Theatre Review: Jesus Christ Superstar @ The Regent

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Photo Credit: Paul Coltas
Photo Credit: Paul Coltas

Jesus Christ Superstar is one of those iconic pieces of musical theatre that just has to be seen. Its arrival at The Regent Theatre has been eagerly awaited and there can be no doubt that this production is not an anti-climax as it left the audience agog on leaving the Theatre as the wonders of what had just been witnessed began to sink in.

Hard to imagine, but the show almost never got made. The whole idea that arose from the minds of Tim Rice and Andrew Lloyd Webber was shunned by the financial backers some fifty years ago as the plot that covers the final two weeks of Jesus’ life was seen as far too controversial.

It took the release of one of the first concept albums and its massive sales to convince the theatre world otherwise and the rest, as they say, is musical theatre history.

Under the direction of Timothy Sheader, this production has far more movement and choreography than seen in previous versions and Choreographer Drew Mconie has made the stage a swirl of magical movement to accompany the magnificent score.

This is a sung-through rock opera with no dialogue in between the musical numbers. Some in the audience mentioned that this caused some difficulty in following the action. However, even a rudimentary knowledge of the Gospels allows the storyline to be easily followed as we track the closing stages of Christ’s life.

We are taken through the torment playing through the mind of Judas (Luke Street) as he has doubts over the leadership of Jesus (Ian McIntosh) that leads to Iscariot being persuaded by the Priests Caiaphas (Jad Habchi) and Annas (Matt Bateman) to accept the bribe of silver that will forever taint his hands and lead to his grisly end.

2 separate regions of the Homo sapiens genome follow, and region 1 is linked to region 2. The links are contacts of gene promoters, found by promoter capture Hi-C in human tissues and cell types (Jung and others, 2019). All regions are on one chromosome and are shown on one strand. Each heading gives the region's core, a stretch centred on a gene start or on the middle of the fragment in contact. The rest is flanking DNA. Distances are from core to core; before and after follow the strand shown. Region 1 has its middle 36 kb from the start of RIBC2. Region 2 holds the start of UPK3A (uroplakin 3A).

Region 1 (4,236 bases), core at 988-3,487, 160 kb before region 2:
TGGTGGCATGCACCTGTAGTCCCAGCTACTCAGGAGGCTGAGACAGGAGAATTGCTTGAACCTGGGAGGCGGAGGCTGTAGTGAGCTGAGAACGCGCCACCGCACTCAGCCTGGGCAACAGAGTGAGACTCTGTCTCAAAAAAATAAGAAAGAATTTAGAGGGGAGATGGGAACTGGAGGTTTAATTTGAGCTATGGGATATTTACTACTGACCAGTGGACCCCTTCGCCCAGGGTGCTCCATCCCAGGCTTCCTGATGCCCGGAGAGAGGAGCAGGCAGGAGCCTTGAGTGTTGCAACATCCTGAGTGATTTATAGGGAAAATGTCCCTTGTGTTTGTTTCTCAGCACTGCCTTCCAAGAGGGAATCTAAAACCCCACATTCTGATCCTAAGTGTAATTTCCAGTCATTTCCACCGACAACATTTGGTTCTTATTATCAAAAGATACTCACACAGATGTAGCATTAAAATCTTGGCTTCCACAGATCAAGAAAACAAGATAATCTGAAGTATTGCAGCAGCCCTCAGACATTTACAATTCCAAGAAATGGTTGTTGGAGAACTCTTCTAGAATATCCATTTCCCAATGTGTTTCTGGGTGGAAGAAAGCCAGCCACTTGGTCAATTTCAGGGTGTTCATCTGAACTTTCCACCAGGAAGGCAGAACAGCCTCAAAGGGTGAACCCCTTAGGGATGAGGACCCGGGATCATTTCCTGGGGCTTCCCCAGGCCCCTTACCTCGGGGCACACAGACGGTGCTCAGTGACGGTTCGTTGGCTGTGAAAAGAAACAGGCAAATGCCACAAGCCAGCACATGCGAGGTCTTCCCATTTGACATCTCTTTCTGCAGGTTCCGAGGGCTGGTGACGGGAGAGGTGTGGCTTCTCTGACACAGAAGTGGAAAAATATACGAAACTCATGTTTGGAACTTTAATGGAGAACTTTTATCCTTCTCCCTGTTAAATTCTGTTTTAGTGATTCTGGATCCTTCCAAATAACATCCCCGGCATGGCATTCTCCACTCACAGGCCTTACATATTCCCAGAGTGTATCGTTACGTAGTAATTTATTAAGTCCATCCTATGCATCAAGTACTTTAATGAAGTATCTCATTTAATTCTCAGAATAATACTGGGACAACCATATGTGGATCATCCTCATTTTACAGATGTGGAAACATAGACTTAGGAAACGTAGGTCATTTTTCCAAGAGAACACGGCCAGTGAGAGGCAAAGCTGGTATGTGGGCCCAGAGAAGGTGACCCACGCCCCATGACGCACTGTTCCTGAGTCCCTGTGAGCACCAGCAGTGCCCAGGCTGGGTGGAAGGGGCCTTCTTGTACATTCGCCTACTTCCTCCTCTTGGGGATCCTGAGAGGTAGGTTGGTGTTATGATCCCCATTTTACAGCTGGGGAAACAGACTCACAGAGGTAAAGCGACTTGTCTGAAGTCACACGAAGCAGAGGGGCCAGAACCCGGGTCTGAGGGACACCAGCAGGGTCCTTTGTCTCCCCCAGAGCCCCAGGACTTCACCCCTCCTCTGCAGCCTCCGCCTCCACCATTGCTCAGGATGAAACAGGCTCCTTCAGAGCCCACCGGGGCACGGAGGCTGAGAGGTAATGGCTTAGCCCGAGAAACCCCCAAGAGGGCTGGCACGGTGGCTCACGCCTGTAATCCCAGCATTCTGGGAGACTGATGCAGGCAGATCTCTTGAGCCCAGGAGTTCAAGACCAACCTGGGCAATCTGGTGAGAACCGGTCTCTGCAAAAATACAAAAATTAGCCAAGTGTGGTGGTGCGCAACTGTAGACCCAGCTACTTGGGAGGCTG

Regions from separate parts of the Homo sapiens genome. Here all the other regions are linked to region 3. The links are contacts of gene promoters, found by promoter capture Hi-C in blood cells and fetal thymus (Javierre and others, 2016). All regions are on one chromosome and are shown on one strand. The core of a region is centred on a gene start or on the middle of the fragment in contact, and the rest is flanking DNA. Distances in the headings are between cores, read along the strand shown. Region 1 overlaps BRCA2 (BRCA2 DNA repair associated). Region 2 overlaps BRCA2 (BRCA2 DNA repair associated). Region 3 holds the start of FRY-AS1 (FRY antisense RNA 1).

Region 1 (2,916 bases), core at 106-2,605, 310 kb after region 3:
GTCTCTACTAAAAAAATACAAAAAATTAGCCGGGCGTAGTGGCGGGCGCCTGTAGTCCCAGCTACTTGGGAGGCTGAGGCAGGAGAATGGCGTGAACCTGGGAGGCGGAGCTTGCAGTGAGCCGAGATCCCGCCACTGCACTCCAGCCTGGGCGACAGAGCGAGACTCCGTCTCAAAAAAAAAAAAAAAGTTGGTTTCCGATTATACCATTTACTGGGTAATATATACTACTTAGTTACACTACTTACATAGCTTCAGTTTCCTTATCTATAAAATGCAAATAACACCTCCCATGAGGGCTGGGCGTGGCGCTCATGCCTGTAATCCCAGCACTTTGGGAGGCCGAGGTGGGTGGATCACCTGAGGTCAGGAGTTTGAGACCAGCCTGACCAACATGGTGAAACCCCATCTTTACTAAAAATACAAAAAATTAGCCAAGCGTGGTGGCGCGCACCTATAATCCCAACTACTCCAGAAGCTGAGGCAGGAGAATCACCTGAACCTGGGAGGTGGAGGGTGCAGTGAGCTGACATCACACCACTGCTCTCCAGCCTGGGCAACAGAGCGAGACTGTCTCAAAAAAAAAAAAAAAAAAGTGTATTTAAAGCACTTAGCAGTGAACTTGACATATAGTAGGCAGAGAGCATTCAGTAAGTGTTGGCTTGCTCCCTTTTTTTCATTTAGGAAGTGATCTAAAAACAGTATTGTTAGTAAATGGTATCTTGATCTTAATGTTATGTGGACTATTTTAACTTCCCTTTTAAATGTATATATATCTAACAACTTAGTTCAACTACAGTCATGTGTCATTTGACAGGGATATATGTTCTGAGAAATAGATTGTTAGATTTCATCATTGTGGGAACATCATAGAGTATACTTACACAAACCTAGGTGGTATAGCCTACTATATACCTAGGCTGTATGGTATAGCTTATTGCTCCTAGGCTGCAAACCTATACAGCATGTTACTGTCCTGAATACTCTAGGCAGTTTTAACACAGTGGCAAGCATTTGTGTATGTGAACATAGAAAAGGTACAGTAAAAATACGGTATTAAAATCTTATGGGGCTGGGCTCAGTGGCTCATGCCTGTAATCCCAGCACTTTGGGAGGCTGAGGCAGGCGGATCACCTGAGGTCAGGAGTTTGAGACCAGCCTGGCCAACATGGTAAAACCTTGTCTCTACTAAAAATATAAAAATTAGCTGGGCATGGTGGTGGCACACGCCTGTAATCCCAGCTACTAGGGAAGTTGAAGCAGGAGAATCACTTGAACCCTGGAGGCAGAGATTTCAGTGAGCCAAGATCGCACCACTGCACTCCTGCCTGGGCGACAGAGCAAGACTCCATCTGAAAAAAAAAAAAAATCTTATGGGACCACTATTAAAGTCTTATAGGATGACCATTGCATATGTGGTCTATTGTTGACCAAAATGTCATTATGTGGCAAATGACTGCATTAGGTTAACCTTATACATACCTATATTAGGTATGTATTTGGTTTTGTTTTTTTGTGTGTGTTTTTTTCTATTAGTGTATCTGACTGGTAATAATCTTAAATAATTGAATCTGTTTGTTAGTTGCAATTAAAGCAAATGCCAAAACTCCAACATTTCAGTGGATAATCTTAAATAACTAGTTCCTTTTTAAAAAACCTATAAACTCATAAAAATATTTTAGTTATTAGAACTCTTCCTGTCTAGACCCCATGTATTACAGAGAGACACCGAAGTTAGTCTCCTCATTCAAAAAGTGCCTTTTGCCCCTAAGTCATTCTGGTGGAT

Jesus has a patchy following with some of his disciples being less than solid in their support.  Peter (Joshua Hawkins) thrice denies his leader and the only constant support comes in the dubious form of prostitute Mary (Hannah Richardson).

The second Act is totally absorbing as the adulation shown towards Jesus melts away. There is the emotive Last Supper, the betrayal in the Garden of Gethsemane, the Arrest and trial as Pilate (Ryan O’Donnell) washes his hands of the situation and Jesus is mocked by Herod (Timo Tatzber) before the finale of the 39 lashes and Crucifixion which leave nothing to the imagination but are superbly staged.

The vocal talents of the cast are truly out of this world. McIntosh has a superb range, Street is extremely convincing as a tormented soul and Tatzber puts in an outstanding performance as he tortures the doomed man with his mockery. The whole cast is note-perfect and no more than Richardson. Her solo of I Don’t Know How To Love Him brought the house down.

With a superb set designed by Tom Scutt, lighting by Lee Curran and a band under the direction of Michael Riley the whole production of Jesus Christ Superstar is not only a delight for the eyes and ears. It is a blessing for the mind, heart and soul.

Do you have to be of a religious bent to enjoy this sumptuous production? Not at all. Just sit back and wallow in the feast of music and movement that is presented to you. This divine show is as relevant and entertaining today as when it was first performed and was loved by a near-capacity audience. Don’t miss out on a heavenly experience.

The production continues until February 24th and has a running time of 1 hour 55 minutes including interval. For ticket information contact atgtickets.com/stoke.